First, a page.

Effect of nimodipine on histological alterations in basilar artery following the bilateral common carotid artery ligation (preliminary study).
ABSTRACT The blood supply to tissues is reduced as a result of arterial occlusions. Angiogenesis, collateral circulation and reverse flow mechanisms go into operation to restore a continued adequate supply of blood. Ca++ channels undertake the major part of this function. As a result of the increasing tension on the arterial walls, vascular autonomy is affected, and ischemia and even necrosis are observed.
Adult 100 male hybrid rabbits were used in this study. The bilateral carotid arteries were ligated at the carotid bifurcation. The rabbits were divided into 2 main groups: treatment and control, and then both groups were further divided into 5 subgroups consisting of 10 rabbits each. The rabbits were sacrificed between the first day and the end of 8 weeks for histopathological examination of the basilar artery in two groups.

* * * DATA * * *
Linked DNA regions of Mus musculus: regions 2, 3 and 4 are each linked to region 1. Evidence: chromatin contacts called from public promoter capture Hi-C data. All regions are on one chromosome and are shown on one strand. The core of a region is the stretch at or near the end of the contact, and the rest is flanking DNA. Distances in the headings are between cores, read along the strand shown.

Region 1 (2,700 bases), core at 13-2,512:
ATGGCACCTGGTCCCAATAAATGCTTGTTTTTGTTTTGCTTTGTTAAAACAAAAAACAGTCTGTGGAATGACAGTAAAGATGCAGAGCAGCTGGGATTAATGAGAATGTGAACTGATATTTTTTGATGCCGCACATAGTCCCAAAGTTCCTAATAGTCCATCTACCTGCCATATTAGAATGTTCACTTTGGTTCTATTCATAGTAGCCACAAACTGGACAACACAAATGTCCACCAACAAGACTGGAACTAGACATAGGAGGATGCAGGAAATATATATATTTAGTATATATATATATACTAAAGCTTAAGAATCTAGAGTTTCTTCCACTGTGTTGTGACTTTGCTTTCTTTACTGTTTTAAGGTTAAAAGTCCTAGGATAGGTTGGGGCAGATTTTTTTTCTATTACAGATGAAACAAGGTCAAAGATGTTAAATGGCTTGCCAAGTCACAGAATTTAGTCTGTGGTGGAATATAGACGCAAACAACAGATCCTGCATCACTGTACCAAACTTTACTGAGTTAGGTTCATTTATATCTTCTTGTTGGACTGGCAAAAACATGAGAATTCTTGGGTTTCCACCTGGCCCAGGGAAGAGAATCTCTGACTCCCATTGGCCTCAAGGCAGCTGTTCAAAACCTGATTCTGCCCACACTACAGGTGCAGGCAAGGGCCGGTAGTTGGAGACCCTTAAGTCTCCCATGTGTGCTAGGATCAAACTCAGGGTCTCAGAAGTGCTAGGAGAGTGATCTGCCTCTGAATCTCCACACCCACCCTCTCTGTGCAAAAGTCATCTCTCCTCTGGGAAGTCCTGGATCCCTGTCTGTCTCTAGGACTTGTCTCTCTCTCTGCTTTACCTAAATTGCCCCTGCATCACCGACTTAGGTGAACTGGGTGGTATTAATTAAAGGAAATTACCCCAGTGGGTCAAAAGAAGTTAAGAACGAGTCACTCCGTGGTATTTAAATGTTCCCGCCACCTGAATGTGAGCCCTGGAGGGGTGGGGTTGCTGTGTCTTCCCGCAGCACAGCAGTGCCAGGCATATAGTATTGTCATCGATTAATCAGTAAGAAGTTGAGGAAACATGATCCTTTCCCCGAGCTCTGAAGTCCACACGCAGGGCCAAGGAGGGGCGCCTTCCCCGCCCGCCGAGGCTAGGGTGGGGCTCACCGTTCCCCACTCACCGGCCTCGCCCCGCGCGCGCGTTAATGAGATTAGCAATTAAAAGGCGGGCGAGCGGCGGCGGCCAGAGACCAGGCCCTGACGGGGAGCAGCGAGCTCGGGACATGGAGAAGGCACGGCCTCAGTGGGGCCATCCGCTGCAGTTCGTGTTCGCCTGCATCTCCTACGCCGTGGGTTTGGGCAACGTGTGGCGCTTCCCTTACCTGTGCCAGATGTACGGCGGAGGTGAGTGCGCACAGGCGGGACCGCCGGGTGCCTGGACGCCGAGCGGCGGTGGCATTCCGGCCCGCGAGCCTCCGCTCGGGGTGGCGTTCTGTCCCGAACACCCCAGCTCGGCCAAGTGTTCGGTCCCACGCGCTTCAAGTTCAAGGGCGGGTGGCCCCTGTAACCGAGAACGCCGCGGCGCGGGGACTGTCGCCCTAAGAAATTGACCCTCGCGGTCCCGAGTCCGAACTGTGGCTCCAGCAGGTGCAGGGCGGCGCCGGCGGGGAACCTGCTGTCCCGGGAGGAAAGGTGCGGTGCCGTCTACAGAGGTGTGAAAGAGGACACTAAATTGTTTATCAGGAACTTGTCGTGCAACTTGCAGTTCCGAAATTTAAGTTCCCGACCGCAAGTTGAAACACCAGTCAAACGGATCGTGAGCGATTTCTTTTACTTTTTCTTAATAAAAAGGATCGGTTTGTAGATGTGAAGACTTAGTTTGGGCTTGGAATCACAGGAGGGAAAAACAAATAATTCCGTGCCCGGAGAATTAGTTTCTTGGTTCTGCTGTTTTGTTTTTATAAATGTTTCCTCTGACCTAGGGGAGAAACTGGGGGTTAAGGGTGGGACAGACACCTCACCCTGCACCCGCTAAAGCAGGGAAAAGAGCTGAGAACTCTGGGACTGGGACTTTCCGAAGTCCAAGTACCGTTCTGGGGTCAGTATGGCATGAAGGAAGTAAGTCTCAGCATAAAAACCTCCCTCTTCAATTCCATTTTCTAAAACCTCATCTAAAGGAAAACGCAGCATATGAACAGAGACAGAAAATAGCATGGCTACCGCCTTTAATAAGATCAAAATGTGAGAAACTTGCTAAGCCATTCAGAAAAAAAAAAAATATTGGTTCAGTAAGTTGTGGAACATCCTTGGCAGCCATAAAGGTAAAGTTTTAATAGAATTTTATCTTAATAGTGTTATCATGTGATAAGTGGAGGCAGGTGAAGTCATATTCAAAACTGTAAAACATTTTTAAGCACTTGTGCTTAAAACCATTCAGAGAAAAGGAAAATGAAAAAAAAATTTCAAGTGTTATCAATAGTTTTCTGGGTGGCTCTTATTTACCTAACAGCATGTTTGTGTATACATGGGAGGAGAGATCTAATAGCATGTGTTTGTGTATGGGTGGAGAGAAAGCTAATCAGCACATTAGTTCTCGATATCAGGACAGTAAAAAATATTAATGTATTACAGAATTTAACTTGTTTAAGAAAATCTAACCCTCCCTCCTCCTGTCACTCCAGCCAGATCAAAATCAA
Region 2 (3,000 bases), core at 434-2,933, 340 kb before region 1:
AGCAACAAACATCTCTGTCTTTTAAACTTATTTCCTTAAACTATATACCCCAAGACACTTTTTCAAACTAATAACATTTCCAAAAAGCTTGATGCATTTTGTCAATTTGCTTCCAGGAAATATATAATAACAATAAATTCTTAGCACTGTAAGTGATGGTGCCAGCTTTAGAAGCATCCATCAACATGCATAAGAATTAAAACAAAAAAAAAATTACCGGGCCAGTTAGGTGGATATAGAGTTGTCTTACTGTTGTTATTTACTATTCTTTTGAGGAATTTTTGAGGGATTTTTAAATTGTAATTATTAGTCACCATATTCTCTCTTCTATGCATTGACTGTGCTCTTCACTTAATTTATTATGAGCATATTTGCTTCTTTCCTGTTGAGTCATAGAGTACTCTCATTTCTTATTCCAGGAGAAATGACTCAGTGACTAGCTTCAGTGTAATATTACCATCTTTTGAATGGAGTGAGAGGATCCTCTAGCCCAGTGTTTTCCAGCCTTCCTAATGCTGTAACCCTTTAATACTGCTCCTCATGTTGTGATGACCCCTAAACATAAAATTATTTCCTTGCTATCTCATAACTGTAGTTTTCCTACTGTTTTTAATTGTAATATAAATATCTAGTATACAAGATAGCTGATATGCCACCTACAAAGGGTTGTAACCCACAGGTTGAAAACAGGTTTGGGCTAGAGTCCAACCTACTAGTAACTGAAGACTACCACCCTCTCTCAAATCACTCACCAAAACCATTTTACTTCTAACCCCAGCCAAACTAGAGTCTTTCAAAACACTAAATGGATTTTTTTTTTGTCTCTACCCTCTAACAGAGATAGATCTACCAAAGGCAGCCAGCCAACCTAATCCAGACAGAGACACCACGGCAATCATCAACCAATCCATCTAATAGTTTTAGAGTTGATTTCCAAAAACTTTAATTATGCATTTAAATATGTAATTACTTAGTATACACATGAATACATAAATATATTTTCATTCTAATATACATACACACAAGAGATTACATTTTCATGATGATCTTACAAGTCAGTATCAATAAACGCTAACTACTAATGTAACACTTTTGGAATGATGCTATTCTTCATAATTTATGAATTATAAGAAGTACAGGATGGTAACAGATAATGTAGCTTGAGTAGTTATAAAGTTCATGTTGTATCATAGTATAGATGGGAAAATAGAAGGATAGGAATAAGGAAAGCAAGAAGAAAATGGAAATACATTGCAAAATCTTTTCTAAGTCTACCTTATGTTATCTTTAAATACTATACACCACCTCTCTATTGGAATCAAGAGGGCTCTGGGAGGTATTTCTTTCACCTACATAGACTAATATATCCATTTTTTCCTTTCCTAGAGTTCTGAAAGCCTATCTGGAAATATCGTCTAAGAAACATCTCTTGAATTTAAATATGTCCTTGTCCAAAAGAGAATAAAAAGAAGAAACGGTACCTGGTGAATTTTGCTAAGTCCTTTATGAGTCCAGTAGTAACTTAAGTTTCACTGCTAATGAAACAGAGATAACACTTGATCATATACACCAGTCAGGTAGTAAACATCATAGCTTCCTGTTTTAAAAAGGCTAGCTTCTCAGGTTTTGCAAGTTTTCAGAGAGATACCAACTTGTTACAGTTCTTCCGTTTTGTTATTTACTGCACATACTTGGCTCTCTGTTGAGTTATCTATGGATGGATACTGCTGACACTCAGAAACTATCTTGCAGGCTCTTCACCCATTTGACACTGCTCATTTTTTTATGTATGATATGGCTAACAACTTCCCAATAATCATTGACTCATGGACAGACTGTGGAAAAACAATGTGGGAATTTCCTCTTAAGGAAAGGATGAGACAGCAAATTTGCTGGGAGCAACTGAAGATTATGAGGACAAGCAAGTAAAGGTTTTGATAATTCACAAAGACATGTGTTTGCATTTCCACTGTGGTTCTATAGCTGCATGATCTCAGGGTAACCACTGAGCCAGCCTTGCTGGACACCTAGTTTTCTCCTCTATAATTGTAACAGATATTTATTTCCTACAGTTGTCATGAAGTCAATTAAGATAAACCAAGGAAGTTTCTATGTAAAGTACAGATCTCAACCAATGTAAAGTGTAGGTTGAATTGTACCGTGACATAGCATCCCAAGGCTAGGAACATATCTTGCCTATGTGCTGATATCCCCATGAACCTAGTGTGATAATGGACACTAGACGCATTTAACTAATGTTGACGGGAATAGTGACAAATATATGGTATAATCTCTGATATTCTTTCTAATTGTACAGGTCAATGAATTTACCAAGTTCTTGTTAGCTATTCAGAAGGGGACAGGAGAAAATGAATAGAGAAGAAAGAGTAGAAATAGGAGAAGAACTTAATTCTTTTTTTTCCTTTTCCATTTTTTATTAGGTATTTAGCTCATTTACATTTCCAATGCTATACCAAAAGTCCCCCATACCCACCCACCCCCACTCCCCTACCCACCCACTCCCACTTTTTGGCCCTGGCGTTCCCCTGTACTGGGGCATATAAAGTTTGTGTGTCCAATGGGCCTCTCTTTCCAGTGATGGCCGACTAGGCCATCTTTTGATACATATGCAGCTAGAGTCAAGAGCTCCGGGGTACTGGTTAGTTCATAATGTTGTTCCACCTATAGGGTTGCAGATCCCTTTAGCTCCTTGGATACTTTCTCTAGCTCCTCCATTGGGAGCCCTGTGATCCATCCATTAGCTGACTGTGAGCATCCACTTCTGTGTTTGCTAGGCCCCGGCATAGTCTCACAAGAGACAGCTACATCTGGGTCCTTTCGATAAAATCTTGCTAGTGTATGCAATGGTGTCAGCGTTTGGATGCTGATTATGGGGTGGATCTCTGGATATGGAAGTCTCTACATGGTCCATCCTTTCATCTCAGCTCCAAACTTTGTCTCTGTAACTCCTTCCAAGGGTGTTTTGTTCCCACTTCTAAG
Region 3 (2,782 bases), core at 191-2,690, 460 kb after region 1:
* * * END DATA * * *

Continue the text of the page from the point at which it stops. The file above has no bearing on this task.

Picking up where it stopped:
In control groups, after 24 hours of the occlusion partial swelling and minor endothelial damage were observed in histopathological sections of the basilar artery. Luminal flattening started to decrease, and expanding of the diameter continued. The increase in the diameters of the basilar artery was higher in animals treated by nimodipine, and that difference was statistically significant (P=0,000).
This study revealed that the intimal and medial alterations arising from the increased blood flow rate in the basilar artery might be lessened and even partially prevented by the use of nimodipine.